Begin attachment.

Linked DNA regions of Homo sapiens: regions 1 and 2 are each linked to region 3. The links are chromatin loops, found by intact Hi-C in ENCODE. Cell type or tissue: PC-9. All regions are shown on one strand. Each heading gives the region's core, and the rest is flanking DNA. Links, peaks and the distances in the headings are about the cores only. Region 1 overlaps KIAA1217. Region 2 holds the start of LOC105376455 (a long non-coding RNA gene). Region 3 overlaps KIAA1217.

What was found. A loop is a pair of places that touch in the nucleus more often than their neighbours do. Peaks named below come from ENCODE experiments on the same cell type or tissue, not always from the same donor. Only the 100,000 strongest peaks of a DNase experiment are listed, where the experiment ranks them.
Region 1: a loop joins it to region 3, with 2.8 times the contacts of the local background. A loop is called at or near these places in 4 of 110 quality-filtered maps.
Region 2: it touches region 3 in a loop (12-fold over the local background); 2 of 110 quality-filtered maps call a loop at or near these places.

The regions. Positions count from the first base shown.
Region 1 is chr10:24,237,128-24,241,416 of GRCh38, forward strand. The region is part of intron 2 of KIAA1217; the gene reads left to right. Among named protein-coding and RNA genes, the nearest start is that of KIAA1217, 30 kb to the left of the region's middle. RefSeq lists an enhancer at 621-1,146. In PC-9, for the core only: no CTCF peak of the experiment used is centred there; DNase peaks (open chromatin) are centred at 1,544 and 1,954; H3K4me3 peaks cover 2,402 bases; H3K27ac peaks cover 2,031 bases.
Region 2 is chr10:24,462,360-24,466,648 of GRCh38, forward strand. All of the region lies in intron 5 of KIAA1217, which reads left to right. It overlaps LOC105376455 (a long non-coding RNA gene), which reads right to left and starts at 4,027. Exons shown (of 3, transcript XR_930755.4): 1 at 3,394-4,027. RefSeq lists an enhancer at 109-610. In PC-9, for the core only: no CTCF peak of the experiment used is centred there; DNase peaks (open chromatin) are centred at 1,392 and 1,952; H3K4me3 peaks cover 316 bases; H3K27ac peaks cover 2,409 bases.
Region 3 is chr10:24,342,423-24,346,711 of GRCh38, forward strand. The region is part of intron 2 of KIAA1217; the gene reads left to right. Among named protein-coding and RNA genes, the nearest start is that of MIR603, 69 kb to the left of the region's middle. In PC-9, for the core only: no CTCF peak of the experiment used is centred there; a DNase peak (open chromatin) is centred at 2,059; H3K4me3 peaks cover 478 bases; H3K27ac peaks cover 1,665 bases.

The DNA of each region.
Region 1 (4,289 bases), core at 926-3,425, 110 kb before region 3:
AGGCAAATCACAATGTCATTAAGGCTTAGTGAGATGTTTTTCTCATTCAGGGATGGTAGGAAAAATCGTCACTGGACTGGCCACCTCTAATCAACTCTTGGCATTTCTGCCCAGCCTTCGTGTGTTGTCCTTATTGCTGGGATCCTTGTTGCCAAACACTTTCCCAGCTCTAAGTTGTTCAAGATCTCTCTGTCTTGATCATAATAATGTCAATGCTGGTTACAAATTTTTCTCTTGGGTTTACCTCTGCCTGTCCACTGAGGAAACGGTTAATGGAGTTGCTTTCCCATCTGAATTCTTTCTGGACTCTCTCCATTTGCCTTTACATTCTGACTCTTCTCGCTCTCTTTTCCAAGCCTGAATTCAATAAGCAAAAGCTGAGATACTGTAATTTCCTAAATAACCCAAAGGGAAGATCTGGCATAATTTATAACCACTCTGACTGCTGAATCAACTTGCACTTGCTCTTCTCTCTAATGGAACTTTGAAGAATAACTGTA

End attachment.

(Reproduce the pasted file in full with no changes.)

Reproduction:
Linked DNA regions of Homo sapiens: regions 1 and 2 are each linked to region 3. The links are chromatin loops, found by intact Hi-C in ENCODE. Cell type or tissue: PC-9. All regions are shown on one strand. Each heading gives the region's core, and the rest is flanking DNA. Links, peaks and the distances in the headings are about the cores only. Region 1 overlaps KIAA1217. Region 2 holds the start of LOC105376455 (a long non-coding RNA gene). Region 3 overlaps KIAA1217.

What was found. A loop is a pair of places that touch in the nucleus more often than their neighbours do. Peaks named below come from ENCODE experiments on the same cell type or tissue, not always from the same donor. Only the 100,000 strongest peaks of a DNase experiment are listed, where the experiment ranks them.
Region 1: a loop joins it to region 3, with 2.8 times the contacts of the local background. A loop is called at or near these places in 4 of 110 quality-filtered maps.
Region 2: it touches region 3 in a loop (12-fold over the local background); 2 of 110 quality-filtered maps call a loop at or near these places.

The regions. Positions count from the first base shown.
Region 1 is chr10:24,237,128-24,241,416 of GRCh38, forward strand. The region is part of intron 2 of KIAA1217; the gene reads left to right. Among named protein-coding and RNA genes, the nearest start is that of KIAA1217, 30 kb to the left of the region's middle. RefSeq lists an enhancer at 621-1,146. In PC-9, for the core only: no CTCF peak of the experiment used is centred there; DNase peaks (open chromatin) are centred at 1,544 and 1,954; H3K4me3 peaks cover 2,402 bases; H3K27ac peaks cover 2,031 bases.
Region 2 is chr10:24,462,360-24,466,648 of GRCh38, forward strand. All of the region lies in intron 5 of KIAA1217, which reads left to right. It overlaps LOC105376455 (a long non-coding RNA gene), which reads right to left and starts at 4,027. Exons shown (of 3, transcript XR_930755.4): 1 at 3,394-4,027. RefSeq lists an enhancer at 109-610. In PC-9, for the core only: no CTCF peak of the experiment used is centred there; DNase peaks (open chromatin) are centred at 1,392 and 1,952; H3K4me3 peaks cover 316 bases; H3K27ac peaks cover 2,409 bases.
Region 3 is chr10:24,342,423-24,346,711 of GRCh38, forward strand. The region is part of intron 2 of KIAA1217; the gene reads left to right. Among named protein-coding and RNA genes, the nearest start is that of MIR603, 69 kb to the left of the region's middle. In PC-9, for the core only: no CTCF peak of the experiment used is centred there; a DNase peak (open chromatin) is centred at 2,059; H3K4me3 peaks cover 478 bases; H3K27ac peaks cover 1,665 bases.

The DNA of each region.
Region 1 (4,289 bases), core at 926-3,425, 110 kb before region 3:
AGGCAAATCACAATGTCATTAAGGCTTAGTGAGATGTTTTTCTCATTCAGGGATGGTAGGAAAAATCGTCACTGGACTGGCCACCTCTAATCAACTCTTGGCATTTCTGCCCAGCCTTCGTGTGTTGTCCTTATTGCTGGGATCCTTGTTGCCAAACACTTTCCCAGCTCTAAGTTGTTCAAGATCTCTCTGTCTTGATCATAATAATGTCAATGCTGGTTACAAATTTTTCTCTTGGGTTTACCTCTGCCTGTCCACTGAGGAAACGGTTAATGGAGTTGCTTTCCCATCTGAATTCTTTCTGGACTCTCTCCATTTGCCTTTACATTCTGACTCTTCTCGCTCTCTTTTCCAAGCCTGAATTCAATAAGCAAAAGCTGAGATACTGTAATTTCCTAAATAACCCAAAGGGAAGATCTGGCATAATTTATAACCACTCTGACTGCTGAATCAACTTGCACTTGCTCTTCTCTCTAATGGAACTTTGAAGAATAACTGTA